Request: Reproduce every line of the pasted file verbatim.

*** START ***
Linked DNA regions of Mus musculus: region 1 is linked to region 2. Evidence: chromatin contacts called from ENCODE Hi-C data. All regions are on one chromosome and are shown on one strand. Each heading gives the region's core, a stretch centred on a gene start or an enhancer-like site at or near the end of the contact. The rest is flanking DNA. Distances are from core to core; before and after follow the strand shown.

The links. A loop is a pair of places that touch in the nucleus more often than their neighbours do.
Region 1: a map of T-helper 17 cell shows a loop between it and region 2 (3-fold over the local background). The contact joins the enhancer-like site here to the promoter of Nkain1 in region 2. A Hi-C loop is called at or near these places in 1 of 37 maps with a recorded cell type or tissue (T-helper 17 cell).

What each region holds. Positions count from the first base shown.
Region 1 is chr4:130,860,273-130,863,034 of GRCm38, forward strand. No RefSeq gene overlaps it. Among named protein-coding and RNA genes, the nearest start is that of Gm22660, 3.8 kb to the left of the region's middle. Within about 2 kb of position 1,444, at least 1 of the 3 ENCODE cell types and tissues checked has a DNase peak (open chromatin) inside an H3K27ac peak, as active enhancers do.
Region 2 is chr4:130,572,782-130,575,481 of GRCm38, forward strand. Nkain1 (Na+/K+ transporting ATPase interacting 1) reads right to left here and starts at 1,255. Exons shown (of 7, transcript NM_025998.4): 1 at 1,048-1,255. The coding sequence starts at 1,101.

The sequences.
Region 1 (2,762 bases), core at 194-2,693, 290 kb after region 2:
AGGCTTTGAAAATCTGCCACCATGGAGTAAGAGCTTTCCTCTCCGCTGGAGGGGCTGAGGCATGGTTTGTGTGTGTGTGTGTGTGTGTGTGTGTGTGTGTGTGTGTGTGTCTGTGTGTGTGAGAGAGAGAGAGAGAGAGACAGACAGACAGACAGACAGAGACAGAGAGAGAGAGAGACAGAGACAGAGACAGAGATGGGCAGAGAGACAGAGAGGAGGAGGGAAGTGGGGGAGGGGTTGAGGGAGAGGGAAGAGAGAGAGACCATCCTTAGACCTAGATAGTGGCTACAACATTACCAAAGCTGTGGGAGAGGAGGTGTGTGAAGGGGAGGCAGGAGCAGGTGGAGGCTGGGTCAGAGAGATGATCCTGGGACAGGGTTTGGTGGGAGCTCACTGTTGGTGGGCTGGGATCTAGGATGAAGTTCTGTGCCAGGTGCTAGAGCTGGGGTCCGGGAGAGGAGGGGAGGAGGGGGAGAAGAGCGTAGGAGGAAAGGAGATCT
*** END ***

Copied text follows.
Linked DNA regions of Mus musculus: region 1 is linked to region 2. Evidence: chromatin contacts called from ENCODE Hi-C data. All regions are on one chromosome and are shown on one strand. Each heading gives the region's core, a stretch centred on a gene start or an enhancer-like site at or near the end of the contact. The rest is flanking DNA. Distances are from core to core; before and after follow the strand shown.

The links. A loop is a pair of places that touch in the nucleus more often than their neighbours do.
Region 1: a map of T-helper 17 cell shows a loop between it and region 2 (3-fold over the local background). The contact joins the enhancer-like site here to the promoter of Nkain1 in region 2. A Hi-C loop is called at or near these places in 1 of 37 maps with a recorded cell type or tissue (T-helper 17 cell).

What each region holds. Positions count from the first base shown.
Region 1 is chr4:130,860,273-130,863,034 of GRCm38, forward strand. No RefSeq gene overlaps it. Among named protein-coding and RNA genes, the nearest start is that of Gm22660, 3.8 kb to the left of the region's middle. Within about 2 kb of position 1,444, at least 1 of the 3 ENCODE cell types and tissues checked has a DNase peak (open chromatin) inside an H3K27ac peak, as active enhancers do.
Region 2 is chr4:130,572,782-130,575,481 of GRCm38, forward strand. Nkain1 (Na+/K+ transporting ATPase interacting 1) reads right to left here and starts at 1,255. Exons shown (of 7, transcript NM_025998.4): 1 at 1,048-1,255. The coding sequence starts at 1,101.

The sequences.
Region 1 (2,762 bases), core at 194-2,693, 290 kb after region 2:
AGGCTTTGAAAATCTGCCACCATGGAGTAAGAGCTTTCCTCTCCGCTGGAGGGGCTGAGGCATGGTTTGTGTGTGTGTGTGTGTGTGTGTGTGTGTGTGTGTGTGTGTGTCTGTGTGTGTGAGAGAGAGAGAGAGAGAGACAGACAGACAGACAGACAGAGACAGAGAGAGAGAGAGACAGAGACAGAGACAGAGATGGGCAGAGAGACAGAGAGGAGGAGGGAAGTGGGGGAGGGGTTGAGGGAGAGGGAAGAGAGAGAGACCATCCTTAGACCTAGATAGTGGCTACAACATTACCAAAGCTGTGGGAGAGGAGGTGTGTGAAGGGGAGGCAGGAGCAGGTGGAGGCTGGGTCAGAGAGATGATCCTGGGACAGGGTTTGGTGGGAGCTCACTGTTGGTGGGCTGGGATCTAGGATGAAGTTCTGTGCCAGGTGCTAGAGCTGGGGTCCGGGAGAGGAGGGGAGGAGGGGGAGAAGAGCGTAGGAGGAAAGGAGATCT